Wednesday, May 21, 2008

my kung-fu evolution, part 4

“You really ought to try Sit’s Sunday tai chi class,” Mary Ann had been saying to me for months. “They do a lot of application in there. Or even the kung-fu class--it’s all young guys, so you’ll have a lot of people to practice on.”

I chuckled at that, but I had some reservations about being in an all-male class.

“Oh no, they won’t give you any trouble. Sit won’t let them give you any trouble, and besides, they’re such nice guys. Zack, and Tim, and… Oh and Tony’s there now. You’ll like Tony. He wants to teach, so he’s taking it very seriously.”

So I finally girded up my loins and went to Sunday tai chi. I was a coward about it, and talked my friend Shara into going with me, but I went.

Then as now, the kung fu class met before tai chi, and me and Shara got there deliberately early. All the guys in kung-fu looked at us long and hard from the other end of the room, in between a deadly-looking set of cutting elbow/ double-block/ roundhouse kick.

The kung-fu students always look at the tai chi students like this. The long-timers glare at them for the interruption, the new ones look in relief, because the arrival of the tai chi students means their suffering is almost over, and when the newcomers are young and female, there’s a certain amount of conflicted scrutiny from all parties: Are they here for the class? Are they serious about learning or just hunting for men? Are they single?

Sit has a particularly intimidating dead-eye gaze when newcomers arrive. He does not stop class and greet you. He does not register your presence at all. You may as well be a cat that wandered in. He is in his zone and you don’t matter.

For my part, I was shaking in my Keds. The only contact I’d had with Sit up to this point was that workshop a year and a half earlier, and he scared me to death. It wasn’t that I feared for my health or safety. It was a fear-of-failure thing. Sit is so serious about his craft, and I’m the kind of person who doesn’t want to do something unless I know I can succeed at it.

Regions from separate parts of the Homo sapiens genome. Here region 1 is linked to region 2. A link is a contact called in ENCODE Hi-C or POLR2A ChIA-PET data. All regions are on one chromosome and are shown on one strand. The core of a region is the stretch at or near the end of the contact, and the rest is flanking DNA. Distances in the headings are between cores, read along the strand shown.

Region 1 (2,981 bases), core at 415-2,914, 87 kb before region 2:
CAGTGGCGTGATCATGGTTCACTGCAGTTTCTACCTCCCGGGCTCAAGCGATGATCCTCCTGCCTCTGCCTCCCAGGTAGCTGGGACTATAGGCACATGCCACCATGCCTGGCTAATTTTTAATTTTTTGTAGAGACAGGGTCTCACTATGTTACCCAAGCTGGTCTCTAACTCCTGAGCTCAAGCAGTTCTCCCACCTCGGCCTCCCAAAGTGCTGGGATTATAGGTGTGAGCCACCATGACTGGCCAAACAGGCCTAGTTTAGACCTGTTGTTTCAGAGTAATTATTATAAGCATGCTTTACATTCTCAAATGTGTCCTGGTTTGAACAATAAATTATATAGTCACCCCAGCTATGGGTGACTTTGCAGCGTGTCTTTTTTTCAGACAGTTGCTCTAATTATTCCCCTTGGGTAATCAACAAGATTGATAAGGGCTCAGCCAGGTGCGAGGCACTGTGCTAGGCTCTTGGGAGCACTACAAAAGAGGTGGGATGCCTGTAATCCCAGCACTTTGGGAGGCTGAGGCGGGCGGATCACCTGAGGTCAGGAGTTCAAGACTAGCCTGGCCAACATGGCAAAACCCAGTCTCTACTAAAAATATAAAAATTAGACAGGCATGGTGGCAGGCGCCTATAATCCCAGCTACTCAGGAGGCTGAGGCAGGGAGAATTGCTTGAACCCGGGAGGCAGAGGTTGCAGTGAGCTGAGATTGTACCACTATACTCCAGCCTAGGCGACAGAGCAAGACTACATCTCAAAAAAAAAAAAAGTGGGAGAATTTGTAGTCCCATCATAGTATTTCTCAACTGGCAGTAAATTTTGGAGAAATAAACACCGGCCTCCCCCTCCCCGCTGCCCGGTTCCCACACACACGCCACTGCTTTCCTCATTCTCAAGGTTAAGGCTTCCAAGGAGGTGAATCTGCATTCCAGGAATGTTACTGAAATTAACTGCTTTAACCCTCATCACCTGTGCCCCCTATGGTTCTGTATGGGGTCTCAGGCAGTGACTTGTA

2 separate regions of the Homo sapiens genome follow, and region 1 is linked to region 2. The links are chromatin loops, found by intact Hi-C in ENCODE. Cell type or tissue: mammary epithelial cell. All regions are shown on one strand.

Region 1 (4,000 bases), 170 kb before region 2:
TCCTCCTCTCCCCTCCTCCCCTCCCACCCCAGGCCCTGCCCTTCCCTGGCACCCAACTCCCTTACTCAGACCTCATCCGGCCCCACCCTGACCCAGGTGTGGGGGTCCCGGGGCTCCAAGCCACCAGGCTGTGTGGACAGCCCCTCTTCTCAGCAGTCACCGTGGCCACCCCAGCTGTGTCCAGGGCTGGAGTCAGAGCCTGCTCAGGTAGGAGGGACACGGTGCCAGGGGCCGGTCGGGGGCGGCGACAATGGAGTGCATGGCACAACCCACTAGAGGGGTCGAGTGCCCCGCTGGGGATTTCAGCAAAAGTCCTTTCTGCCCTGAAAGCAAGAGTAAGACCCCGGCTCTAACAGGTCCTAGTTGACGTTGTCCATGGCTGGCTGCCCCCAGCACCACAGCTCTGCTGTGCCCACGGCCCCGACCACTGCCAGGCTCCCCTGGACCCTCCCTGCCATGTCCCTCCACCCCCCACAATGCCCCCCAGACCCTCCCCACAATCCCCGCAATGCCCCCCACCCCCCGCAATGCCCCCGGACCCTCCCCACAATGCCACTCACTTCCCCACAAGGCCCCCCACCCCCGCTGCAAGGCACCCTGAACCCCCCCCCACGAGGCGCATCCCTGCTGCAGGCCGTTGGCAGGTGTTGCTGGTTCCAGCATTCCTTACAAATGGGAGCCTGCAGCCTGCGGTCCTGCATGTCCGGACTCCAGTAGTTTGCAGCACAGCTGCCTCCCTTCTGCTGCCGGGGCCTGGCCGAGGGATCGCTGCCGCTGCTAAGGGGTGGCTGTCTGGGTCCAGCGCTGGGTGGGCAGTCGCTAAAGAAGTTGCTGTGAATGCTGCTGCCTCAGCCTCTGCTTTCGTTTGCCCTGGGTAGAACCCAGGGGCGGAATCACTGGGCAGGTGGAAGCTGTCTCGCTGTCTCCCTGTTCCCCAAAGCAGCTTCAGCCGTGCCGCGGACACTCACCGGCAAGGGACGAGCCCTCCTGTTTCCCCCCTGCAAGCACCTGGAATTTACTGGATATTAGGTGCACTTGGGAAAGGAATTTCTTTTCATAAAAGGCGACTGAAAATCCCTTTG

Also, to my untrained eye, all the guys in kung-fu class looked very serious and accomplished—which just illustrates the point that you can’t judge competence until you, yourself are fairly competent.

Still, there is something about sweaty men doing martial arts that really does it for me. I told myself I was only looking for artistic reasons, because I had a photographic/multimedia project going on at the time, and I needed models. There were two decent prospects in that class: one was a tall lanky dark-haired guy (irrelevant to the story, I never saw him again), and the other was a medium-sized young man who reminded me of a chunk of firewood—thick and corded. He had terrific arms and calves, although he wore his shirts too long so for years I thought he was stunted. This, as I would learn, was the afore-mentioned Tony. I didn’t know yet that he loved chocolate and science fiction, or that he would ask me to marry him five years later.

Right then he was just incredibly intimidating. They all were. I was grateful when Mary’s sister Kathi arrived for class and greeted me warmly, thus proving that I belonged there.

I was determined not to be a timid shy girl in that class. Shara was starting out new, so Sit started at the beginning for her, but I did all the forms I could with the class. I bullied my way to the front, ursurping a position in the front row behind Sit’s right hand, and kept my eyes glued on him. I mirrored every move he made, listened so hard I forgot to breathe sometimes. He was pretty intense compared to our mild Tuesday night class. He was a crackling live wire, talking constantly, full of coiled energy. He demonstrated moves on the guys, things I had seen before but never with such power. Things I hadn’t seen before that made me wince and gasp in exhilaration. He was often very funny. He was also deadly serious.